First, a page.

Technical notes: I used TextBlob to extract “noun phrases” from blog post titles. The parsing is imperfect so sometimes it looks like it’s just “random substrings” rather than “noun phrases,” but that serves the aesthetic just as well. My procedure for extracting text from the Voynich transcript was to take the first complete transcription of each line, strip whitespace (marked as ‘-’ and ‘=’ etc. in the transcript), and put it into a big text file. To compose the tweet, I choose a random stretch of words from that file. The words in the tweet therefore might consist of stretches of text that might not be contiguous in the actual manuscript (if, for example, two lines next to each other in my text file are actually found on different pages in the MS).

Zzt ebooks

ANSI twitter egg surrounded by yellow border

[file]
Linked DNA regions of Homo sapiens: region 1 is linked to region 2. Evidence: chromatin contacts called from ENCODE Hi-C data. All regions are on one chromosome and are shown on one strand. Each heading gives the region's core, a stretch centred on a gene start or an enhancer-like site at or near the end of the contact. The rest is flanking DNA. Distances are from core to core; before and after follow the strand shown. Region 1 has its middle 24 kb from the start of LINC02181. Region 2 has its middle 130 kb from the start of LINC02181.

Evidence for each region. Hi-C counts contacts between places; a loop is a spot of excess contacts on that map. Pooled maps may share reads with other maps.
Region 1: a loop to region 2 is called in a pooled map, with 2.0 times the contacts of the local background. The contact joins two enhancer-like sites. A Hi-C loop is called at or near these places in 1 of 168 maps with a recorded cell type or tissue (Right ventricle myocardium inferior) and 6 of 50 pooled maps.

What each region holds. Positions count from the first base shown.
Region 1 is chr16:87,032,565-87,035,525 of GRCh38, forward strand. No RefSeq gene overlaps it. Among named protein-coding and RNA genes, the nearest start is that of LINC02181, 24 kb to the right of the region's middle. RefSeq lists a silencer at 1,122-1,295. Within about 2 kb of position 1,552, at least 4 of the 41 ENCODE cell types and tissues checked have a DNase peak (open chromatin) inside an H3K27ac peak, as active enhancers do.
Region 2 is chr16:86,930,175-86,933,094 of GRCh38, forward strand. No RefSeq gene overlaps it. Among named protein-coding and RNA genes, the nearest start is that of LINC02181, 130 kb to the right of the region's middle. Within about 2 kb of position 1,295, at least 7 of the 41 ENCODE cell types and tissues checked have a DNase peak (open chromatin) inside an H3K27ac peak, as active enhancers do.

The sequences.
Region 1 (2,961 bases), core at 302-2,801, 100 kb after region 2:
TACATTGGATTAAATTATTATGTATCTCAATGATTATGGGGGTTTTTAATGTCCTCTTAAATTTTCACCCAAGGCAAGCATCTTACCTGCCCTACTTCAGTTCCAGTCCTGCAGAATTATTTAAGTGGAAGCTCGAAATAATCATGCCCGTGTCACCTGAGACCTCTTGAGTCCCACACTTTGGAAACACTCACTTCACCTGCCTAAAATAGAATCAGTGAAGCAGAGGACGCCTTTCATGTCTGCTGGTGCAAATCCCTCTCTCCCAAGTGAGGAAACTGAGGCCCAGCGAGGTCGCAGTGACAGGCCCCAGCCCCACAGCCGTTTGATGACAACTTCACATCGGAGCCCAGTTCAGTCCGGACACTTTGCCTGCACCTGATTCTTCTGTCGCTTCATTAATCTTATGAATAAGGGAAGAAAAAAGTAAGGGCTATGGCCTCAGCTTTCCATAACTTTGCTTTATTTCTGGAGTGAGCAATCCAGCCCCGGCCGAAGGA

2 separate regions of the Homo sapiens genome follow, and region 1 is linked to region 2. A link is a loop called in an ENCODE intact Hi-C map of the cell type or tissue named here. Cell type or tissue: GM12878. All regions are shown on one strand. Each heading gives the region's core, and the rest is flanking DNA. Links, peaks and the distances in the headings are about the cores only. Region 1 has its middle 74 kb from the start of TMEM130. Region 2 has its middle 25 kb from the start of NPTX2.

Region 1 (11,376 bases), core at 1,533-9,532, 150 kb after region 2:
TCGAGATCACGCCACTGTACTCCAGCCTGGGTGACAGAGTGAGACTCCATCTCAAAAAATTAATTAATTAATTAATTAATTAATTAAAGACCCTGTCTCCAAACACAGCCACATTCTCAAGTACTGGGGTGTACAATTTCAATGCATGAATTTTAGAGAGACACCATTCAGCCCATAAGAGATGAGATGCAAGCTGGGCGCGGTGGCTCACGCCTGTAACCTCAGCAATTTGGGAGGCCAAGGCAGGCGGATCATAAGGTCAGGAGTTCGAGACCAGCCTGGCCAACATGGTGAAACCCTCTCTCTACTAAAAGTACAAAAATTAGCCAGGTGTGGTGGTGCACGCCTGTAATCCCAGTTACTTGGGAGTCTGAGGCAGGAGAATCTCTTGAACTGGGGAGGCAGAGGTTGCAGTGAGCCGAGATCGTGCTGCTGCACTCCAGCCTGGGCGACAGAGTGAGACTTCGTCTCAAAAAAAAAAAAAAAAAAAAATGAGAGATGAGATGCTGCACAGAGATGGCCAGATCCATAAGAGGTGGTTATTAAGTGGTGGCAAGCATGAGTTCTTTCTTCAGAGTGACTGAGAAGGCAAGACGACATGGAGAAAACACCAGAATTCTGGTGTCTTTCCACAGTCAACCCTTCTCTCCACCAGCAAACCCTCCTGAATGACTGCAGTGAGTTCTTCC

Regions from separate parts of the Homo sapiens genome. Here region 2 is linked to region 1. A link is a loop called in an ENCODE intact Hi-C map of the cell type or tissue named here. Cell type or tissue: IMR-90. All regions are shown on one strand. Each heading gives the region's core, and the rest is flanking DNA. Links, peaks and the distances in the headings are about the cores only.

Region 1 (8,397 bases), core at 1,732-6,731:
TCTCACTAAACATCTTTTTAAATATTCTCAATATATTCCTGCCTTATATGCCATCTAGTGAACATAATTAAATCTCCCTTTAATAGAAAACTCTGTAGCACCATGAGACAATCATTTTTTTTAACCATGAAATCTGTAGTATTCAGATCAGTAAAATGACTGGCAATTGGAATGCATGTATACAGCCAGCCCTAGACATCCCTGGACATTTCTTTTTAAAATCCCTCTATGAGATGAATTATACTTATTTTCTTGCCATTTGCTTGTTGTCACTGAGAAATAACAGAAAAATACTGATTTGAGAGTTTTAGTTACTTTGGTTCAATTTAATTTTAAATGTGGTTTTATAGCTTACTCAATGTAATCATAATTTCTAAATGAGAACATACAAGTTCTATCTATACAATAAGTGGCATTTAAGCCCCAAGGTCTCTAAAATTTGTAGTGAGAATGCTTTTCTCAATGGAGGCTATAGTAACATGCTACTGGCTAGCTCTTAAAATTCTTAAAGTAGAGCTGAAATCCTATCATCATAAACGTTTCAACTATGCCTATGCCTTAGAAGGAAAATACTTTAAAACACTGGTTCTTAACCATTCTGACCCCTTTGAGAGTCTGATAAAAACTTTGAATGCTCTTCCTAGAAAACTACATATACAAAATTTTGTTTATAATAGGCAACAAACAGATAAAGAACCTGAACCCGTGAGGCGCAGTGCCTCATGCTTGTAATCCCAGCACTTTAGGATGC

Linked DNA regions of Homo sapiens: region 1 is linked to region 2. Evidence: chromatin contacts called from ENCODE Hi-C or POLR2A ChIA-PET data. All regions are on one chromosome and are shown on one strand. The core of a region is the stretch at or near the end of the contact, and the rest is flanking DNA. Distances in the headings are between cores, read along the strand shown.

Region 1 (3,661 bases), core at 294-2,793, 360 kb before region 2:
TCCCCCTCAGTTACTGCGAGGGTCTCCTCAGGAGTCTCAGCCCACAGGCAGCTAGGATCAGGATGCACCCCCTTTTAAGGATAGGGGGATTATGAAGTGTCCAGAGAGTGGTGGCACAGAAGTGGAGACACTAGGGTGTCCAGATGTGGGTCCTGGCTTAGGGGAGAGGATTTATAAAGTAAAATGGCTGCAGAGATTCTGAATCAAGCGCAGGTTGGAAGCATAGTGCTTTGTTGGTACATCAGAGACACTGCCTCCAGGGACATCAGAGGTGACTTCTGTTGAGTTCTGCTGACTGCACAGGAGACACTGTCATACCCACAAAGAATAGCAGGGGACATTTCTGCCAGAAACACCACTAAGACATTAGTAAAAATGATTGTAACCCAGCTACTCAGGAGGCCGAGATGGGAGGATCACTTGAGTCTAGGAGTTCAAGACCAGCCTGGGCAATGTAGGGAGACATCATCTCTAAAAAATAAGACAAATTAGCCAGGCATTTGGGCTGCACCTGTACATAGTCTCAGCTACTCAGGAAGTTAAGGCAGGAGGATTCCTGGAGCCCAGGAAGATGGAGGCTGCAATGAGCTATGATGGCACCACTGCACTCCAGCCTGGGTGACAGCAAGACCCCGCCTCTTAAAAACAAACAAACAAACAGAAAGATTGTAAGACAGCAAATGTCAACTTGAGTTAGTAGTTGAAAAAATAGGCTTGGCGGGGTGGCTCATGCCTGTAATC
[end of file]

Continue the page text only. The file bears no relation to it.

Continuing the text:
I made another twitter bot! This one’s called Zzt ebooks. Several times a day, it posts a tiny snippet of text drawn from a corpus of all games from the archive of ZZT games on zzt.org.

ZZT, in case you don’t know, is a game creation system for DOS dating back to the 1990s. I basically spent all my teen years making ZZT games and hanging out (online) with people—mostly teenagers—who made ZZT games. During its heyday, hundreds of new ZZT games were released every year, and a culture and language of conventions developed surrounding how ZZT games were made and distributed. It was weird and charming and angst-ridden and amazing all at once. Anna Anthropy is writing a book about ZZT that I am very excited to read.